The New Fine Wine Benchmark For White Wines From Portugal – Tasting the New Release Niepoort Vinhas Velhas 2015 Bairrada with Dirk Niepoort…

Few wines have redefined the meaning of fine wine in Portugal quite like the red and white offerings from Dirk Niepoort’s Quinta de Baixo estate. Philosophically rooted in the past, these wine’s are illuminating the future possibilities of fine wine in Bairrada. Today I caught up with Dirk Niepoort in London to taste and talk new vintages.

Quinta de Baixo Vinhas Velhas is the result of combining the varieties Maria Gomes and Bical from century-old vineyards situated on a wonderful limestone terroir.

These exceptional old vine vineyards give rise to wines naturally very high in acidity with a pH below 3.0. The wines are fermented in 1000 litres Mosel fuders that are over 60 years old. The wine is then bottled with very low sulphur additions and no filtration or fining.

Quinta de Baixo Vinhas Velhas 2015, Bairrada, 11.5 Abv.

Sophistication personified, but this is also a wine made with the most honest, natural intensions possible. Perhaps that is the root of its greatness. Beautifully expressive and intense, unfurling delicious aromatic notes of pear purée, nutty almond skins, green apple, dried baking herbs and a wonderful underlay of white citrus, lemon rind and pithy, stony, gravelly limestone minerality. The palate is very finely poised, perfectly balanced, where the incredible concentration and acid intensity is balanced by piecing stone fruits and a saline, briney depth. This is undoubtedly a profound Bairrada white wine, which based on this showing, it has acquired an extra confidence and complexity, but most impressively, a sense of true vinous grandeur. It stimulates the senses and leaves you quite speechless. A massive vinous triumph for Dirk Niepoort.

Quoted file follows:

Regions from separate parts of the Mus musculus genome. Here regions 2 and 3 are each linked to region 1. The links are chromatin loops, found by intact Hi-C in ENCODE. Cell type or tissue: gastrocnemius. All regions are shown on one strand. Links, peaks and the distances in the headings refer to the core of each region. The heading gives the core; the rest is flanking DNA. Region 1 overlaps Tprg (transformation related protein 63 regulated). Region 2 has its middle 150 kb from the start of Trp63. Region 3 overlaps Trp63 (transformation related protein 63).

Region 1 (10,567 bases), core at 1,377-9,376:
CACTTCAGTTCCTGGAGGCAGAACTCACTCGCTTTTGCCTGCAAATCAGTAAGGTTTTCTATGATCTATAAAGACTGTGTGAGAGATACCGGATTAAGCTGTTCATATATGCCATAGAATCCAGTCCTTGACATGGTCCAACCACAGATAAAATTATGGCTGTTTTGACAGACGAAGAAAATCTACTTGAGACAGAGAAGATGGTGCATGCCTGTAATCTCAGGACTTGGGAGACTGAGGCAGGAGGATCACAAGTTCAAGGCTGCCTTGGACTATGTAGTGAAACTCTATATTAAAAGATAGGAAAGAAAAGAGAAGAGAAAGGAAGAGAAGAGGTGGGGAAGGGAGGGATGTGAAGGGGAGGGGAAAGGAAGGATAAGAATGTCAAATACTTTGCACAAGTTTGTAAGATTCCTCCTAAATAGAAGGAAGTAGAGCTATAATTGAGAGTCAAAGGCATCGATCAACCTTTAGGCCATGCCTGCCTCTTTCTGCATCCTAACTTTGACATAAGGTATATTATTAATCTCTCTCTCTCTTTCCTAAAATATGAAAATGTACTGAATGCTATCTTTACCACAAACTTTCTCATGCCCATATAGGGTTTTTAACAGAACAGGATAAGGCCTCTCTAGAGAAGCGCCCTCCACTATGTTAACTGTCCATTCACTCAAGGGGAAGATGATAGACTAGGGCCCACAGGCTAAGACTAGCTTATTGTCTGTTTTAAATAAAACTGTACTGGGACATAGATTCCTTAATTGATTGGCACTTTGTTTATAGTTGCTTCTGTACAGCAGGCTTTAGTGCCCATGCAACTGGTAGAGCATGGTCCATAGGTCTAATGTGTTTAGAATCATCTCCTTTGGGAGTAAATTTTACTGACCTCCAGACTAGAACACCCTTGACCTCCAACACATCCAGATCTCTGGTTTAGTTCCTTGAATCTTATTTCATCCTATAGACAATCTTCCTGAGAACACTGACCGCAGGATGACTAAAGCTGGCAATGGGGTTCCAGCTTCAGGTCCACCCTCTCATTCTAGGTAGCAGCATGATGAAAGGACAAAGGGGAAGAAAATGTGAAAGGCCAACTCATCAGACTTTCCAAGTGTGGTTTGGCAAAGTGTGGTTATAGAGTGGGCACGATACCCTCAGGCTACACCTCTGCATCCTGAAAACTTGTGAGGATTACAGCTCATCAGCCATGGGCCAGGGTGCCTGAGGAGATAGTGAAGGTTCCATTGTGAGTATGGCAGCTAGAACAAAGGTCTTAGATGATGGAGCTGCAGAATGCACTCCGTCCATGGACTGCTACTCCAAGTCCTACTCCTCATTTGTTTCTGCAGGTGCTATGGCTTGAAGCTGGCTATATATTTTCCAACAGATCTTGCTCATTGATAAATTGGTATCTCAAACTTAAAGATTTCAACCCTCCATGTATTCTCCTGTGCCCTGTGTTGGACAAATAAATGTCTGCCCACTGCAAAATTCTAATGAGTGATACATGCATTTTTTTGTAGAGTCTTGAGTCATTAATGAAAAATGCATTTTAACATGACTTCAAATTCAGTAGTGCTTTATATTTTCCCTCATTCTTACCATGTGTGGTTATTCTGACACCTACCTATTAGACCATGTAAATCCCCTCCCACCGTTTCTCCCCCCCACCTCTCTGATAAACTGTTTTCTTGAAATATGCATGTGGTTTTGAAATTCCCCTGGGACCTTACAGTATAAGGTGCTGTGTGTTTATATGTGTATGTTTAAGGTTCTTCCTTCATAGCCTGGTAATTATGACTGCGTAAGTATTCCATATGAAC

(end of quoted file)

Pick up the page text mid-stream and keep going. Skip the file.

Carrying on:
(Fine Wine Safari: 97/100 Greg Sherwood MW)

Ridge Monte Bello: One of The World’s Most Legendary Red Wines – Tasting the New Release 2014…

In 1886, high in the Santa Cruz Mountains, the first Monte Bello vineyards were planted, and winery construction begun. A first vintage from the young vines followed in 1892. During Prohibition (1920-1933), the vineyard was not fully maintained; some vines survived into the late 30’s, but by the 1940s they were effectively abandoned. Eight acres of Cabernet Sauvignon were replanted in 1949. These were the source of the first Ridge Monte Bello (1962) and subsequent vintages until 1974 when younger blocks replanted in the 1960’s were considered for inclusion. Since then, the historic vineyards on the ridge have gradually been replanted.

Vintage 2014

Lack of winter rain affected both vines and cover crops, limiting available nutrients. Still, the vines carried a decent-size crop, which ripened in September. Fermentations progressed slowly; extraction was decided by careful tasting. Malolactic fermentations started in tank and finished by February. Merlot, which suffered in 2013, was strong in 2014. Petit Verdot remained challenged by drought.

Winemaking : Grapes were harvested between the 2nd and 24th of September. Fermentation on the native yeasts proceeded with grapes destemmed and 100% whole berries. Automated berry sorting was followed by hand sorting. Pressed at ten days with natural malolactic fermentation taking place. In 2014, nineteen of twenty-six Monte Bello parcels were selected for blending, after which the wine was aged in oak barrels: 100% new air-dried oak, 97% American oak, 2% French oak; 1% Hungarian oak, for 17 months.

Ridge Monte Bello 2014, Santa Cruz Mountains, California, 13.5 Abv.